His daughter Lyra, on the other hand, is an inversion. The angrier she gets, the weaker she gets. This issue is later resolved with a nanomachine treatment that Bruce gives her.
Upgrade vs. Prototype Fight: Hulk and Rulk (and Ultimates Hulk vs. Ultimate Abomination): Both are supposed to be 'improved' versions of The Hulk (among other things because they retain their full personality while Hulk is his typical "Hulk Smash!" self). Unfortunately, all of those improvements cannot really factor in that Hulk is just gonna get madder and more dogged to win such a situation... and eventually he's gonna get mad enough to be able to smash them flat, superior intelligence, battle tactics and powers be damned.
Ultimate Hulk as he rips Ultimate Abomination's head off: "You think too much!"
Villain Protagonist: Truly Mindless Byrne Hulk, physically separated from Banner: An unconsciously mass-murdering force of destruction, with only the body remaining, and the Hulk himself literally not responsible for its actions. Joe Fixit probably also qualified for a while.
Vitriolic Best Buds: Although his friendships with other Marvel heroes comes and goes depending on whose blaming who for what at that point in time, this is as tolerant as he gets with anyone he views as a friend. Basically if isn't threatening to smash you or isn't smashing you currently, consider yourself this.
Voluntary Shapeshifting: At one point Banner had taken complete control of the Hulk's powers, and was able to shift between his basic human form and that of the Hulk at will. There is also his "Joe Fixit" personality, where he would be Bruce Banner by day, and "Mr. Fixit" Hulk by night.
Water Source Tampering: One of the annuals focused on the Leader trying to turn all of Earth into Gamma beings.
Well-Intentioned Extremist. The "merged Hulk" was an extremely light version, with the best of dedicated altruistic aims, kept relatively very clean and non-extreme in his methods, and having much greater positive than negative effects, to the degree that it is highly arguable whether he was in the right or not. A major story arc during the era involved him joining (and eventually leading) the Pantheon, an organization of good-will that spent their time researching cancer cures and invading countries to depose cruel dictators. During this period, the Hulk got into conflict with other heroes not just because of his anger issues, but also because of conflicting moral outlooks.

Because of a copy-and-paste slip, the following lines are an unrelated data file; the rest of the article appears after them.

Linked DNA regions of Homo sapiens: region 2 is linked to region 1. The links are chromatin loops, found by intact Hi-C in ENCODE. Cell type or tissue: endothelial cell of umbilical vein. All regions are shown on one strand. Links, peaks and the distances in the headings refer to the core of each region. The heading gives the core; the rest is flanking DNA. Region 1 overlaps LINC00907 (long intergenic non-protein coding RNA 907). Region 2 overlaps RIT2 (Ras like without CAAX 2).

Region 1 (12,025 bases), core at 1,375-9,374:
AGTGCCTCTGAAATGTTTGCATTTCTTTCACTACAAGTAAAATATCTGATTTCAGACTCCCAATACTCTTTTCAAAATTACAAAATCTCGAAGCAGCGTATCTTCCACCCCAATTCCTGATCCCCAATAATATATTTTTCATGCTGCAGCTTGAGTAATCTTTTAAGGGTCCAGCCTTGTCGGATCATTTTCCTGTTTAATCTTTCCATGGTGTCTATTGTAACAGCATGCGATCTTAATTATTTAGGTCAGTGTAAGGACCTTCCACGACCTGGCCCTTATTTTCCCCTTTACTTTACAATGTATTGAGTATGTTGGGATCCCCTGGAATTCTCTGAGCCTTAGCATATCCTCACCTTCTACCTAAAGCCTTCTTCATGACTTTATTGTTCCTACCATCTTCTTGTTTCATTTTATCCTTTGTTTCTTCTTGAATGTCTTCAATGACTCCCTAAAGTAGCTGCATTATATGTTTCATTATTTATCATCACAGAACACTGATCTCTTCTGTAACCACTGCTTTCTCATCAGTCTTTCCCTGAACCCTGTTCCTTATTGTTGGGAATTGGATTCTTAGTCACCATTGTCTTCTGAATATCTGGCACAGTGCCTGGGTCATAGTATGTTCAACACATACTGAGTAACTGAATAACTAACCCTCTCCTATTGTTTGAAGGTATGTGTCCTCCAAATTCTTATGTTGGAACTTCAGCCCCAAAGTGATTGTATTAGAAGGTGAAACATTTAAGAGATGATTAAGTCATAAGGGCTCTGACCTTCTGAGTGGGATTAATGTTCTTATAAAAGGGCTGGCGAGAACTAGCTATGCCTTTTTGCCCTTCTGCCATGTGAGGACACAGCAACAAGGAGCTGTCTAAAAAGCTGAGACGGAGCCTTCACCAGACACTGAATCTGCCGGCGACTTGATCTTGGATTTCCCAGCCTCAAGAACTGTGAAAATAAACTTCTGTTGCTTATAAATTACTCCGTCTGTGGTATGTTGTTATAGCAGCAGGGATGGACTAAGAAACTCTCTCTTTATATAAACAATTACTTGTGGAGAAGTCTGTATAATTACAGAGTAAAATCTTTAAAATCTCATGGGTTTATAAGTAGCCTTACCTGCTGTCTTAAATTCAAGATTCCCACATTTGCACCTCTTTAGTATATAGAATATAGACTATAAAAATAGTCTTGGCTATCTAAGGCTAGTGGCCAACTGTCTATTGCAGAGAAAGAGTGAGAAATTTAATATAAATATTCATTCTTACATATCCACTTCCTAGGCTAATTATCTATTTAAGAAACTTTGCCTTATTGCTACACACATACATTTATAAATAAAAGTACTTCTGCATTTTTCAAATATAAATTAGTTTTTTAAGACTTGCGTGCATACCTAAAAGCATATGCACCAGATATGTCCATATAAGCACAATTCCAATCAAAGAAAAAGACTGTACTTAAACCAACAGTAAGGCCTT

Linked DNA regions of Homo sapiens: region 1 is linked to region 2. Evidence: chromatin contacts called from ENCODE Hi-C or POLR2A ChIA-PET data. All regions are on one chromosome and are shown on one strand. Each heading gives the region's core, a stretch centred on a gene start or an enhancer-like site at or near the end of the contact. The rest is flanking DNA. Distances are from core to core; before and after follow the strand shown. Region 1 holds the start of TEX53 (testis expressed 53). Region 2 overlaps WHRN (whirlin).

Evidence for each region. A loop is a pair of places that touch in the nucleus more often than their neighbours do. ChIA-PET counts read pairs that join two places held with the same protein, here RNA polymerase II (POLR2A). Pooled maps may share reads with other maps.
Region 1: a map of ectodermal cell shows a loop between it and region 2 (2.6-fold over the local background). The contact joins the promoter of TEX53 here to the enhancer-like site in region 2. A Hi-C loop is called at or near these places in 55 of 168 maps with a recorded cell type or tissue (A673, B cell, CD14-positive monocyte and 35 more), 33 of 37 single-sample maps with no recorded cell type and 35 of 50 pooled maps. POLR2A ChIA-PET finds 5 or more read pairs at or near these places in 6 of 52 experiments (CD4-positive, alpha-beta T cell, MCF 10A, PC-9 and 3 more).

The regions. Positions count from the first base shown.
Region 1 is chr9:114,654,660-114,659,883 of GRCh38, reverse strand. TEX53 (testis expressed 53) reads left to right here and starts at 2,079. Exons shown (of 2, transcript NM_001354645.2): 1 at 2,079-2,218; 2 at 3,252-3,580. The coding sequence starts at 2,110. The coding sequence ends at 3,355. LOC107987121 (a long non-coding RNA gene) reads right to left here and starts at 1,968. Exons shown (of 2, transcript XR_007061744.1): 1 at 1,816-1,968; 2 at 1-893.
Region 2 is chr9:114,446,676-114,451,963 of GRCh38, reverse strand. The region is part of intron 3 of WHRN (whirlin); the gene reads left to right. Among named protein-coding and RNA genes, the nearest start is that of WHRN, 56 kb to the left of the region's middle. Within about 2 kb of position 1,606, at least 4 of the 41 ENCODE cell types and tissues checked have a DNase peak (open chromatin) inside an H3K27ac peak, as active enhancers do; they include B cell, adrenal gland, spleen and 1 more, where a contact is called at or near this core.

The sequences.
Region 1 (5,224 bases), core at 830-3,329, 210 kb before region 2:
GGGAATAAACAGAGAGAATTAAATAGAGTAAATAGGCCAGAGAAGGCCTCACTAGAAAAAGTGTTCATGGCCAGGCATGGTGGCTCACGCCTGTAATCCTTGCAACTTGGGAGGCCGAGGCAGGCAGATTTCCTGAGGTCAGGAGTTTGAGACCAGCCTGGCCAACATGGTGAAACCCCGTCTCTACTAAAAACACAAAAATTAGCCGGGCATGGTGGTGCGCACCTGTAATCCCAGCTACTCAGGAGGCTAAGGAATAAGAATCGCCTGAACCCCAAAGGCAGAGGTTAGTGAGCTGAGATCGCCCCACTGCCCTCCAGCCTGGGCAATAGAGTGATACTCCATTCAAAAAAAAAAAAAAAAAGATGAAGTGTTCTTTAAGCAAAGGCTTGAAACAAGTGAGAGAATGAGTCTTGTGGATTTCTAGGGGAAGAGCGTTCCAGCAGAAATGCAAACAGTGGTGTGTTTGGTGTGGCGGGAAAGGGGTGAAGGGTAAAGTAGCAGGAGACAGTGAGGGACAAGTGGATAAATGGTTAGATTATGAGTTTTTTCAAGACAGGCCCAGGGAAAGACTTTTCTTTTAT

The Leader also falls under this; his goals are usually to take over the world and use his genius to create a utopia. At the expense of a hell of a lot of lives, that is.
Would Hit a Girl: Your gender doesn't matter to the Hulk. If you're posing yourself as an opponent or if you piss him off, you'll get what's coming to you. Just ask Vapor, Moonstone, Mercy, or Animus! There are times when even She-Hulk has found out the hard way.
Writer on Board: Peter David's divorce led to him killing off Betty Banner. This however, led to one of the best depictions of grief ever seen in comics, the issue following her death encompassed an entire year-and-change of Bruce's depression as told to Peter Parker by a forty-year-old Rick Jones.